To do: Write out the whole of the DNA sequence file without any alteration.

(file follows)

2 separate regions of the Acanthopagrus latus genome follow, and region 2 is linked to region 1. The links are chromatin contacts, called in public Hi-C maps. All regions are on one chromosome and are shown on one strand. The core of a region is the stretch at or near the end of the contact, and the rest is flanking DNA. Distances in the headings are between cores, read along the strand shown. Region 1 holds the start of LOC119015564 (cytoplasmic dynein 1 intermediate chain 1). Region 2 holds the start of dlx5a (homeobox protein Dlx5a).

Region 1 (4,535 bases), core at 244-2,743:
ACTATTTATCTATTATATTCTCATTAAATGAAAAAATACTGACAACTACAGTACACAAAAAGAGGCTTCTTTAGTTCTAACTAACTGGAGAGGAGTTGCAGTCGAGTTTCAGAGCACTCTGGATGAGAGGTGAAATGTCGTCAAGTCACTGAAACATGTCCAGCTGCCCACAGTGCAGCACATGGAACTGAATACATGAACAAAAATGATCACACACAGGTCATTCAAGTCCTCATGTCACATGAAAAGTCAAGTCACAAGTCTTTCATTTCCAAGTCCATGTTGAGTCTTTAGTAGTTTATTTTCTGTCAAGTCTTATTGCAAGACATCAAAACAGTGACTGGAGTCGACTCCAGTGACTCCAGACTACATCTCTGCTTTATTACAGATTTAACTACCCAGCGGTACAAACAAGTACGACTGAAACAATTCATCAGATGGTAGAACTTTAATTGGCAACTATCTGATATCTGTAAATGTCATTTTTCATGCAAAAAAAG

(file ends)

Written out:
2 separate regions of the Acanthopagrus latus genome follow, and region 2 is linked to region 1. The links are chromatin contacts, called in public Hi-C maps. All regions are on one chromosome and are shown on one strand. The core of a region is the stretch at or near the end of the contact, and the rest is flanking DNA. Distances in the headings are between cores, read along the strand shown. Region 1 holds the start of LOC119015564 (cytoplasmic dynein 1 intermediate chain 1). Region 2 holds the start of dlx5a (homeobox protein Dlx5a).

Region 1 (4,535 bases), core at 244-2,743:
ACTATTTATCTATTATATTCTCATTAAATGAAAAAATACTGACAACTACAGTACACAAAAAGAGGCTTCTTTAGTTCTAACTAACTGGAGAGGAGTTGCAGTCGAGTTTCAGAGCACTCTGGATGAGAGGTGAAATGTCGTCAAGTCACTGAAACATGTCCAGCTGCCCACAGTGCAGCACATGGAACTGAATACATGAACAAAAATGATCACACACAGGTCATTCAAGTCCTCATGTCACATGAAAAGTCAAGTCACAAGTCTTTCATTTCCAAGTCCATGTTGAGTCTTTAGTAGTTTATTTTCTGTCAAGTCTTATTGCAAGACATCAAAACAGTGACTGGAGTCGACTCCAGTGACTCCAGACTACATCTCTGCTTTATTACAGATTTAACTACCCAGCGGTACAAACAAGTACGACTGAAACAATTCATCAGATGGTAGAACTTTAATTGGCAACTATCTGATATCTGTAAATGTCATTTTTCATGCAAAAAAAG